Nevertheless, relatively few analytical field data are available for evaluating the environmental fate and impact of herbicides in aquatic ecosystems and there are very few studies on their metabolites and their environmental concentrations. Moreover temporal and spatial variations cannot be well described with few samples collected during sampling campaigns and measured concentration give poor information of real exposure.
For all these reasons, an integrated approach combining experimental data and ecosystem modelling is needed to determine exposure in aquatic ecosystems. A modelling approach will complement experimental data providing an estimation of the range of concentrations one should expect to find due to changes, for example, in water temperature, salinity, solar radiation, etc.
This is of particular concern for transitional water systems, as lagoons, estuaries, brackish ponds, which are physical and ecological boundaries between terrestrial and marine ecosystems. In particular coastal lagoons are shallow water bodies, connected to the sea through one or more canals, subject to sudden change in salinity (Kjerfve,
1994; Gönenç and Wolfin, 2005) with a high primary production sustained by loads of nutrients coming from agricultural inland areas and carried by rivers (Heip et al., 1995; Nedwell and Trimmer, 1996). In addition, coastal lagoons are subjected to strong anthropogenic pressures, as they receive freshwater inputs, rich in pollutants derived from urban, agricultural and/or industrial effluents and domestic sewage. Coastal lagoons present a wide range of different habitats, from the subtidal zone (permanently submerged) to the intertidal (which is affected by tides). Coastal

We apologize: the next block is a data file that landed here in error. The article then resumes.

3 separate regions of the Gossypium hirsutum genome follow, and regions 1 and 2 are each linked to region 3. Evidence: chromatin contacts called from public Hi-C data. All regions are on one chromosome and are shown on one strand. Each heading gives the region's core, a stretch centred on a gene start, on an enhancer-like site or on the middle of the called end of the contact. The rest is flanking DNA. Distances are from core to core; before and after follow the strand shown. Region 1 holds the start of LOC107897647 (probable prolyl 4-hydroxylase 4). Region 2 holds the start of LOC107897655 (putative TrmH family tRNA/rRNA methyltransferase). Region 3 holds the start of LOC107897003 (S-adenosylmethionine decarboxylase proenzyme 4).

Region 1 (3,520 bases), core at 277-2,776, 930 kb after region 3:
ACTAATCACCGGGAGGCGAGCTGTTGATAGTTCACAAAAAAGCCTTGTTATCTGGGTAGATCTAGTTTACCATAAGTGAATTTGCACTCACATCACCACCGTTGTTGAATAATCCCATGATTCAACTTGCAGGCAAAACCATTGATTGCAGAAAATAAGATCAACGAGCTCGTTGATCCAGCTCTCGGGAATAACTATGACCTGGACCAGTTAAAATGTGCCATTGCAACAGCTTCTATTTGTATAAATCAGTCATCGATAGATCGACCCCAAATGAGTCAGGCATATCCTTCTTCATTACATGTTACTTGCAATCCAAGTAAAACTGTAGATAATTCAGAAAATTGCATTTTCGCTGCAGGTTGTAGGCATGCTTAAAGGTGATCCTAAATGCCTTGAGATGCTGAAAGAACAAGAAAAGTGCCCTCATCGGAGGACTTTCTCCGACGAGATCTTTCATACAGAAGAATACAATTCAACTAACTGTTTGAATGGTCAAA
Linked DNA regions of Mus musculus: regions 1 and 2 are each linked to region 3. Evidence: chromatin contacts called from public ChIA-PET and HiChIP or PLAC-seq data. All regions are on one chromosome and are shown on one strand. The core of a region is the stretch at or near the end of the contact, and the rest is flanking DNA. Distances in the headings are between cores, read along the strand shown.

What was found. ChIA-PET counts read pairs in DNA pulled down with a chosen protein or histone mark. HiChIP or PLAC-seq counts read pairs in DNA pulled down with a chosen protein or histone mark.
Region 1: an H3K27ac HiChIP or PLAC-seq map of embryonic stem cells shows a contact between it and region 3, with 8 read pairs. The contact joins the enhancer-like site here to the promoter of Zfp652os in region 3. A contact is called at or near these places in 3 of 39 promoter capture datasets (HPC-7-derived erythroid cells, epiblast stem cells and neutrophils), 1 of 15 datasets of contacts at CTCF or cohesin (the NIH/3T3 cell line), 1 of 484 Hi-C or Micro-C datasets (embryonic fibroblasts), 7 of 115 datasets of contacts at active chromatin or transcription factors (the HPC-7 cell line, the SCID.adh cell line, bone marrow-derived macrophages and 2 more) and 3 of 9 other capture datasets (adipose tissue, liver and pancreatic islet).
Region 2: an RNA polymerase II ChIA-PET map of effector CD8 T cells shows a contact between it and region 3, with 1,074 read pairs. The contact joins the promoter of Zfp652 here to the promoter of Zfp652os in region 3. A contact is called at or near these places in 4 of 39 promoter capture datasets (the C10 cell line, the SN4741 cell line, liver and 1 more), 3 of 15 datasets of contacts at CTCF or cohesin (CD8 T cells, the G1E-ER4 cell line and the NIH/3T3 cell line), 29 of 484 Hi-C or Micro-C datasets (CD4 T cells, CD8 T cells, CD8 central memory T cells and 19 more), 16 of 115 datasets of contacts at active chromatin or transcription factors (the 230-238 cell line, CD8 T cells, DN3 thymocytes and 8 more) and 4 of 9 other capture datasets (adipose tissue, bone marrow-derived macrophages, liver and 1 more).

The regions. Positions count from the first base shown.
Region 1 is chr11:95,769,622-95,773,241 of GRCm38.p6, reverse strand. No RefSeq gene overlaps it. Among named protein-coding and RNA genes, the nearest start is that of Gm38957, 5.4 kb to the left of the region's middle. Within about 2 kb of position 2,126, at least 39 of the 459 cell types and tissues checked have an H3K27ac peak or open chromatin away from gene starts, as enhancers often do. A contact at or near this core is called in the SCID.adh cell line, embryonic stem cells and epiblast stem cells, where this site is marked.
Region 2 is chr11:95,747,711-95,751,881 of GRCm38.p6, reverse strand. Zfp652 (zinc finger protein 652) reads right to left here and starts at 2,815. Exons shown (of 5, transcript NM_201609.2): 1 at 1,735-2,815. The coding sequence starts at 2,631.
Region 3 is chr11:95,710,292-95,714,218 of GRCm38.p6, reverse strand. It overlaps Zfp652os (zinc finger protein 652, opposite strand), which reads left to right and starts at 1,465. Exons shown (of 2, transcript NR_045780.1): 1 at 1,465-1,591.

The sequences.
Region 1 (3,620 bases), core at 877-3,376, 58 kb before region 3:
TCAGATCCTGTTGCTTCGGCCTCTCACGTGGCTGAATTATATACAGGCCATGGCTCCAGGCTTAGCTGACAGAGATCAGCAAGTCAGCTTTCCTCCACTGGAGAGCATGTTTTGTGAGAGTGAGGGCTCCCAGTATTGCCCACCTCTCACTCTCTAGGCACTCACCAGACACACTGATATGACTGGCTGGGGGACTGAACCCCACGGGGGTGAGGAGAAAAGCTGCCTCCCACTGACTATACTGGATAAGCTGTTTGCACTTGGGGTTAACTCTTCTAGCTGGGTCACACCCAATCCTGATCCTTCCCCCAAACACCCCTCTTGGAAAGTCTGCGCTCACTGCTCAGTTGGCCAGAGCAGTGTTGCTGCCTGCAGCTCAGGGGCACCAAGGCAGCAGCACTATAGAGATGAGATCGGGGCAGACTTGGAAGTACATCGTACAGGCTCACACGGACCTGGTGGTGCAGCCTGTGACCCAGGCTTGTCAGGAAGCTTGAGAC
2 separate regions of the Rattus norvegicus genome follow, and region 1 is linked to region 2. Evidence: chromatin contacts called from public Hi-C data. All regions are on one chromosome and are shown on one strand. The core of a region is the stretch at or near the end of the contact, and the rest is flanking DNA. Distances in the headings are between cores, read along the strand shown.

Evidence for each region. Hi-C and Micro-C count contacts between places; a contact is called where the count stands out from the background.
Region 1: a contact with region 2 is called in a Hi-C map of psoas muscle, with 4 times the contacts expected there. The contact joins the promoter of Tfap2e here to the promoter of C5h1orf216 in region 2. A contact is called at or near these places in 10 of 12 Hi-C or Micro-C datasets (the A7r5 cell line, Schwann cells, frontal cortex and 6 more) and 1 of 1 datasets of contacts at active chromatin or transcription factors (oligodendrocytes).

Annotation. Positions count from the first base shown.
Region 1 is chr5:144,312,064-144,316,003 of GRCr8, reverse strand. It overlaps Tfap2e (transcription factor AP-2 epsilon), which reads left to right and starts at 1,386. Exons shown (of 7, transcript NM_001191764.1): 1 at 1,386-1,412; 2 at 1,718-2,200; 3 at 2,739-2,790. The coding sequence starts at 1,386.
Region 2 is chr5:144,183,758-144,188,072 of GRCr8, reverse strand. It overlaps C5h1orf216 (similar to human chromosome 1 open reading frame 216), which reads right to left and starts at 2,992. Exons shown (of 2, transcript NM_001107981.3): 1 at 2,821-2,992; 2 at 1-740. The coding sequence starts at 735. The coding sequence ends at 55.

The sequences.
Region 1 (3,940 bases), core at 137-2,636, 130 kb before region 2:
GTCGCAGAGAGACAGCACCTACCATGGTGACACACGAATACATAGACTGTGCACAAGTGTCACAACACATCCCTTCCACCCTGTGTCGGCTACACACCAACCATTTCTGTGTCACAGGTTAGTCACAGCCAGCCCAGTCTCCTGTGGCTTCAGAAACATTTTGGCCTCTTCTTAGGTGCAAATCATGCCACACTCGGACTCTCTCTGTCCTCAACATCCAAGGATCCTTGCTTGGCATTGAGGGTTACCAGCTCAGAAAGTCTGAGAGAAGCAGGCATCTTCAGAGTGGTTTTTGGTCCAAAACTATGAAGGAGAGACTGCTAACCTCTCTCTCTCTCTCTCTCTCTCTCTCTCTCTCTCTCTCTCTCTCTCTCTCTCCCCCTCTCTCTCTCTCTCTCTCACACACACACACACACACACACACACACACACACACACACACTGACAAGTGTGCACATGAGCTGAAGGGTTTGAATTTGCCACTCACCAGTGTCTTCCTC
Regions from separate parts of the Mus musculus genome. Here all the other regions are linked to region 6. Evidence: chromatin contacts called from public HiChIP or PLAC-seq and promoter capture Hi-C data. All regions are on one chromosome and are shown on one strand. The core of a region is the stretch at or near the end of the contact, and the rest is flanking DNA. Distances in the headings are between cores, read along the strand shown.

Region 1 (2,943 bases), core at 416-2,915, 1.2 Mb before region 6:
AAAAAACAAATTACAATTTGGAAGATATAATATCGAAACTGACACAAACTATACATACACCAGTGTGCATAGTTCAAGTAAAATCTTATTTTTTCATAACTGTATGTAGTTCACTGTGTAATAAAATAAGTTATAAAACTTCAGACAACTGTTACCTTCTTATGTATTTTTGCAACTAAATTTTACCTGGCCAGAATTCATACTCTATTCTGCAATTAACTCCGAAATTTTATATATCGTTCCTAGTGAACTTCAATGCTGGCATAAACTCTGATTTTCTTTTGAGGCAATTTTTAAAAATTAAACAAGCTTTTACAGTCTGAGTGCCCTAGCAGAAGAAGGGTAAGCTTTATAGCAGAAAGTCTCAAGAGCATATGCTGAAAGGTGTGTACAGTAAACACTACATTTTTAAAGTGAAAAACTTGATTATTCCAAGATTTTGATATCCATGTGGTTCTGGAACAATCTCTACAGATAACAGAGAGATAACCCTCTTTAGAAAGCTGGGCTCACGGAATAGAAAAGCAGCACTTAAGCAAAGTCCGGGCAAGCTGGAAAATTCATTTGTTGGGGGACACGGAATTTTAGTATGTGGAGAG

lagoons play a key role as spawning grounds for fish and shellfish and for this reason are also extensively exploited for aquaculture, especially for mollusc farming. Moreover, they are often important as bird’s reproduction and rest areas, and they present a rich and specific biodiversity, both for fauna and flora. Furthermore, port use and management, aquaculture and fishing are responsible for internal perturbations (pollution, sediment dredging, removal of indigenous species, changes in food web structure, etc.). Finally Mediterranean coastal lagoons are subjected to tourist pressures mainly during the summer season.